But what if they do like it? What if they really like it, and they join in and everything, but they don’t really get it? What if they’re not quite like us and they bring something entirely new and it changes everything? What if we have to change with them? What do we do then? It can be really hard making reasonable adjustments: changing meetings to online to account for someone’s low energy levels; starting them at 8pm to allow for another having to juggle bedtimes as a single parent; always having to plan a long way in advance to allow things to be translated, or very quickly to fit in with changing shift work patterns; explaining the details of what’s going on, every time, rather than relying on the assumption that we all know the backstory because we’ve all been here forever and done all this before. It’s hard. But do you know what’s worse? Not making those adjustments. Sitting in a bubble where everything stays the same and wondering why nothing is growing around us. Sticking to the comfortable and living with yourself, knowing who you drove away. Knowing that if you don’t make those changes and willingly adapt your treasures as new people share them you are really not welcoming them at all. Because real welcome is something that takes all of us, with all of our hearts open; it cannot just be pretty words.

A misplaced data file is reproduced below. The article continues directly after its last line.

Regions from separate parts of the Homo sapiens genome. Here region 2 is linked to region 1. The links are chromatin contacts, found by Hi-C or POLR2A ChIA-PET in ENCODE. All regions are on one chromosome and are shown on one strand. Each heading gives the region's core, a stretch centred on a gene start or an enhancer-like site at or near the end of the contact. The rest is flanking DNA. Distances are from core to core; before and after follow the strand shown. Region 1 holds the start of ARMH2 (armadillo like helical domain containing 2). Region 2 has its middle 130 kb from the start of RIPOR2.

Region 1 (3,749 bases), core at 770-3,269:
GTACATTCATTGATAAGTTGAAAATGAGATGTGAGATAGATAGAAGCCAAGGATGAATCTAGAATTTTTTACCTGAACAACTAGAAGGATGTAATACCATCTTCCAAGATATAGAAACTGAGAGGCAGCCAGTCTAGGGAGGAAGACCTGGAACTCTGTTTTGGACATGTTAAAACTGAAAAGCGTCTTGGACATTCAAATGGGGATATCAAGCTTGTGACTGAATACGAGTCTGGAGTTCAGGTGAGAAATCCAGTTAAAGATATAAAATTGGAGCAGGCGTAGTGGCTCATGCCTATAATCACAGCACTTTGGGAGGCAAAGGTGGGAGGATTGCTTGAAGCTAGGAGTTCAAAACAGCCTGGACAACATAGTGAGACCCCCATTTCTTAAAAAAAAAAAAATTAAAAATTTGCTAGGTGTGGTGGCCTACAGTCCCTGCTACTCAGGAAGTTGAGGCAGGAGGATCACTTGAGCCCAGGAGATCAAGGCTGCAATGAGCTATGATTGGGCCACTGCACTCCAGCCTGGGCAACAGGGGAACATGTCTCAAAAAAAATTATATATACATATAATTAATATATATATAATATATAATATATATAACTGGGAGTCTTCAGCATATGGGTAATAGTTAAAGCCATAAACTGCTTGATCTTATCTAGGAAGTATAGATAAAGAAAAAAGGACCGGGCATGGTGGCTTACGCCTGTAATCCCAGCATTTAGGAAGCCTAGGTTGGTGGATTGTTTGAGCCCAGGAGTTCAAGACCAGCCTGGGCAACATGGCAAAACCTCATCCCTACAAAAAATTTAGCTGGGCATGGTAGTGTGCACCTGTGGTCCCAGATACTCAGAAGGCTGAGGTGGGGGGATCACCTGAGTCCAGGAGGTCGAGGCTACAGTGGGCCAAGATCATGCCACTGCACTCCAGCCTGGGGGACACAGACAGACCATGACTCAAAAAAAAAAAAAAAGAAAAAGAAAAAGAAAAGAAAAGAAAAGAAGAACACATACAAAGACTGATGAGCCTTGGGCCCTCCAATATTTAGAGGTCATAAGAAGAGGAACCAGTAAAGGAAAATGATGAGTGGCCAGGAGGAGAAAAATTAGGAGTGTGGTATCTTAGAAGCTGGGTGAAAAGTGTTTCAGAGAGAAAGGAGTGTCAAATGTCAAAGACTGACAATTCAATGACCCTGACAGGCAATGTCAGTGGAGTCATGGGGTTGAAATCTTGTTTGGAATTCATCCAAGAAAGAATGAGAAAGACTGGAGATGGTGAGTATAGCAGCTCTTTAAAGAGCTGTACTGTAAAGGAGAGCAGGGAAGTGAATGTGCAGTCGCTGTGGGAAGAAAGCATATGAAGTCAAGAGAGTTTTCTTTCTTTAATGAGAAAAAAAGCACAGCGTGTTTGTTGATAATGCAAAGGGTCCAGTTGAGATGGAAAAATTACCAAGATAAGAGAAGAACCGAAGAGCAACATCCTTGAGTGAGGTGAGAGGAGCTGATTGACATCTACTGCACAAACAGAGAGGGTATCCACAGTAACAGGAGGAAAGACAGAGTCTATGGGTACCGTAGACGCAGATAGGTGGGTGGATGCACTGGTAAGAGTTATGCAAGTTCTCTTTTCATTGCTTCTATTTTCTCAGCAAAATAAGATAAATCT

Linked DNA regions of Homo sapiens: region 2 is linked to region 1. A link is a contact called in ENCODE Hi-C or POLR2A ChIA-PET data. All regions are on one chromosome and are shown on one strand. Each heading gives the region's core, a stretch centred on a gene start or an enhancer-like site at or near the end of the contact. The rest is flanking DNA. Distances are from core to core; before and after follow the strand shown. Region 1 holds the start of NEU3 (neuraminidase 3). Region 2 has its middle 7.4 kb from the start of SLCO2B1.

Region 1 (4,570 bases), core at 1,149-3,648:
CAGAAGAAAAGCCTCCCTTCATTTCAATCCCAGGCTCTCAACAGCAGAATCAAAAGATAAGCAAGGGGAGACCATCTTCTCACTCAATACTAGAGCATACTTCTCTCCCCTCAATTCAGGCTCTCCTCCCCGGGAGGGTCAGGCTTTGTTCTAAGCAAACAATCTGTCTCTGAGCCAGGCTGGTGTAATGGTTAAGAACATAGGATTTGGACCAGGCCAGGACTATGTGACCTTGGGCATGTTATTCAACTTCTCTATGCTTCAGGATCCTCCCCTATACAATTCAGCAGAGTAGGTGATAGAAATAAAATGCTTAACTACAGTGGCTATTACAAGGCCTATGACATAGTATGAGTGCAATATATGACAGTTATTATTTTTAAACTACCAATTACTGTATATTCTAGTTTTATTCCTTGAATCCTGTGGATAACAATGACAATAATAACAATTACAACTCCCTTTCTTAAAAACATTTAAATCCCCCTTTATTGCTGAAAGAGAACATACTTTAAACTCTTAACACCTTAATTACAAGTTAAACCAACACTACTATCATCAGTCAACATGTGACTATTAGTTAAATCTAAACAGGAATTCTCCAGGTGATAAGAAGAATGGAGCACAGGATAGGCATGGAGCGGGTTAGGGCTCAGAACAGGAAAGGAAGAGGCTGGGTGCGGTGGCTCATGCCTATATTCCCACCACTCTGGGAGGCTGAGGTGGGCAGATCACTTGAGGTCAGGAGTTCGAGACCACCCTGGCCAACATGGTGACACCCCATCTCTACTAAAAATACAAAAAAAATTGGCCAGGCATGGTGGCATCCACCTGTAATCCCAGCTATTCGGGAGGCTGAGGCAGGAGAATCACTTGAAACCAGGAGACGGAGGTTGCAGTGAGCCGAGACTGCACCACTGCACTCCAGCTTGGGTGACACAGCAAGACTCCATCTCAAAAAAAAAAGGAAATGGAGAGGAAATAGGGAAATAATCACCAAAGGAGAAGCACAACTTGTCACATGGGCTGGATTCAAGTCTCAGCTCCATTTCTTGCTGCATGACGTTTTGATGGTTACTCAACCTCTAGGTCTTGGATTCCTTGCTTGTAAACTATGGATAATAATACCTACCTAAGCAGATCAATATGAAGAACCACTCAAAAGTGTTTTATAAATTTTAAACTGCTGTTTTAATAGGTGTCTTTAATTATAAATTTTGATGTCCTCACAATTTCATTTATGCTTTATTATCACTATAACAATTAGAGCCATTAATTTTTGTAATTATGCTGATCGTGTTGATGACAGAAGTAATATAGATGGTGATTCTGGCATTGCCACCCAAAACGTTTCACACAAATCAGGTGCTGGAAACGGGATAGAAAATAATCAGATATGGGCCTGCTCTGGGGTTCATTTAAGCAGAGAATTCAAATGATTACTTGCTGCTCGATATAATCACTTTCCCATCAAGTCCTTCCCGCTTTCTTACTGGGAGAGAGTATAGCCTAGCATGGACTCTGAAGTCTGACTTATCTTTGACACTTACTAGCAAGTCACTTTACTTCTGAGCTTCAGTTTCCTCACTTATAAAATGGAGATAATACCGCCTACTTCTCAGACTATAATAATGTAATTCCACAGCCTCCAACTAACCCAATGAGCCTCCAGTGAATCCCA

*One thing I have to fight against, writing this, is the same thing I have to fight against whenever I write about Quakers: defining things by what we don’t do, or don’t say, or how I don’t want to be welcomed. (Here’s a more positive view of why I’m a Quaker.) It’s hard, nailing down the positives in a situation you usually only notice when it goes wrong.


I’m a Quaker; this is why.

It should be said much more often than it is that inviting questions when you haven’t worked out the answers yet is a Bad Idea. I learned this the hard way a few years ago, when I said on Facebook “I’m a Quaker; ask me why.” When someone did just that, I tied myself into a Gordian knot of “well, I suppose some people say…” and “I don’t mean you can’t” which confused everyone concerned and in no way answered the question. This week being Quaker Week, I’ve decided to have another go. So, in a slightly more premeditated way, here is my answer: this is why. It’s a different answer to the one I would have given 15 years ago; a different answer, no doubt, to the one I will give in 20 years time; but it is as true as it can be right now.